April 2009, Prospera Publishing
192 pages, Paperback
Yunaleska's recommended rating: ♥♥♥♥♥
Just because Clemmy is under four foot tall doesn't mean she is short on ideas. Life has been a little strange since her mother disappeared a year ago. Her father hasn't really done anything about it (a big clue that he knows something he's not letting on - the bigger clue is in the prologue, told from Clemmy's mother's point of view as she is kidnapped). Clemmy wouldn't have known where to start looking for information, if it hadn't been for the uber-rich, beautiful 14 year old Natasha's mobile phone. Well, perhaps I'm jumping ahead a little.
It all really begins when Clemmy has to go and stay with Mrs Mac, her permanent babysitter after school and in the holidays. Mrs Mac adores food, so much so that what could have been swear words get turned into phrases like 'Cranberries and custard' (pg 39). There are worse things to put with, like having to hide in a bathroom and think up a way to make the smoke alarm go off so the crime lord's daughter won't capture her. I was stumped for ideas of things to burn in a bathroom, but 9 year old Clemmy finds a way.
Every young detective needs help. The way Clemmy teams up with Japanese Pete, who loving calls her Short Stuff-chan, is entertaining and memorable. Swans have an extra reason for making me smile now. Fortunately Pete doesn't take Clemmy as seriously as he should, leaving Clemmy with opportunities to find out more about the mystery which began in Mrs Mac's knitting club. I've been to knitting clubs, and where I live there are no spies, no diamond encrusted mobile phones and no rat-like cats.
Natasha wouldn't be caught dead in a knitting club - why bother when she can buy a £5000 outfit? She loves her father dearly, and is doing all she can to get him out of prison. Strange as it may seem, he didn't deserve to be there for the particular crime he was accused of. Clemmy's acquisition of her phone enrages Natasha. Out comes a plastic spider to help Natasha get her precious phone back. Trust me when I say that fake spider is more productive than her henchman who should never have arrived in England. Igor, Natasha's underling back home (well, technically her father's but she's in charge now) makes a mistake. Poor Hench (seriously, that is his name) and his silver tracksuits make the wrong impression on Natasha. She's resourceful, and manages to outwit poor Clemmy - but not for long.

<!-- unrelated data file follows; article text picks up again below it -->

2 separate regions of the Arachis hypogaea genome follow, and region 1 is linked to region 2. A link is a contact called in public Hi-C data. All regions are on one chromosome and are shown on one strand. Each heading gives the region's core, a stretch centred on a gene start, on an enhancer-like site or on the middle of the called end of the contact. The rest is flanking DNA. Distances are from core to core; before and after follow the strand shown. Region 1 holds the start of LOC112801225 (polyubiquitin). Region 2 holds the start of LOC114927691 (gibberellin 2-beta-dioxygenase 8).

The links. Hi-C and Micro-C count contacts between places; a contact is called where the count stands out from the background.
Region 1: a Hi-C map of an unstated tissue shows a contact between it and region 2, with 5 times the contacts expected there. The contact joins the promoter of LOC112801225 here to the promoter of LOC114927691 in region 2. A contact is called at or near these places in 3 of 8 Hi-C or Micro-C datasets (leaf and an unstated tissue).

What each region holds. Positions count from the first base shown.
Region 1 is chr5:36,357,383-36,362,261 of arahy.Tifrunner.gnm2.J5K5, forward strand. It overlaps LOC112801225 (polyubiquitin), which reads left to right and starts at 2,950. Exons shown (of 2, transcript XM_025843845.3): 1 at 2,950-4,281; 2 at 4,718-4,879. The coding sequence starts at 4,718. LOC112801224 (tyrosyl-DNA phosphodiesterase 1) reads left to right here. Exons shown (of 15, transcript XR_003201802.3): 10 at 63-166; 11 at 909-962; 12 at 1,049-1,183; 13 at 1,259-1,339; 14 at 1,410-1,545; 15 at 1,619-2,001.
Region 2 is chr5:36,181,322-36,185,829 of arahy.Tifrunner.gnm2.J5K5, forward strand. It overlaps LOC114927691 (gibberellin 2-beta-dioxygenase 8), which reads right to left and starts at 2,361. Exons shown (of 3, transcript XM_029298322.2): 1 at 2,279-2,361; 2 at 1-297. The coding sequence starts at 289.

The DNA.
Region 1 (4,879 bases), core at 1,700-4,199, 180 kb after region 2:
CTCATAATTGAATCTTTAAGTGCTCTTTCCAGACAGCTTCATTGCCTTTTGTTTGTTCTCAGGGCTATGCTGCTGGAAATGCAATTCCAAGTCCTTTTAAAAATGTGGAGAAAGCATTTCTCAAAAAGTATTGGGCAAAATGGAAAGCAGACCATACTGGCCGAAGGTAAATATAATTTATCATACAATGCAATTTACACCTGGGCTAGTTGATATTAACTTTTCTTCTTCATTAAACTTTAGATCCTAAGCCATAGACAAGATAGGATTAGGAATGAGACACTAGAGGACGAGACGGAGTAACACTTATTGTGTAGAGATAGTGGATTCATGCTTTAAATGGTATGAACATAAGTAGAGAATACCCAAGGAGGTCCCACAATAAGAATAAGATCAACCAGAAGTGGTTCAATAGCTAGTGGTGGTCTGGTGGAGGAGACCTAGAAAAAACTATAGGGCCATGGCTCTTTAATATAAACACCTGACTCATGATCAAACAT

It's not as if many issues get resolved by the end of the book. I suspected the sequel would be a carry over of this story, and I was right. I checked out Suzy Brownlee's website for The Littlest Detective, and discovered that the series is currently planned to span 8 books - including a trip for Clemmy and Natasha to Tokyo! (The significance is that I love anything to do with Japan so am eager for that installment of the series).
The Littlest Detective in London is a hilarious, fun adventure story which everyone can enjoy. I like the music video (check out the Littlest Detective website) which intrigued me before reading the book, and makes more sense now I've read it. Additionally the realistic pictures inside the book really bring out the emotion in the story - the look on Clemmy or Natasha's face either has me laughing or wanting to cry. Amidst the laughter there is a subtle pain and anguish for both girls. Having Natasha's point of view shows that evil villains aren't all bad, and they have their own worries too. Yes, I feel a bit sorry for Natasha, but only a little.
Details of Suzy Brownlee's sequel The Littlest Detective in Paris (which will hopefully be reviewed here) can be found on her website and also at Prospera Publishing's website.
Liked this? Try Wilma Tenderfoot and the Case of the Frozen Hearts by Emma Kennedy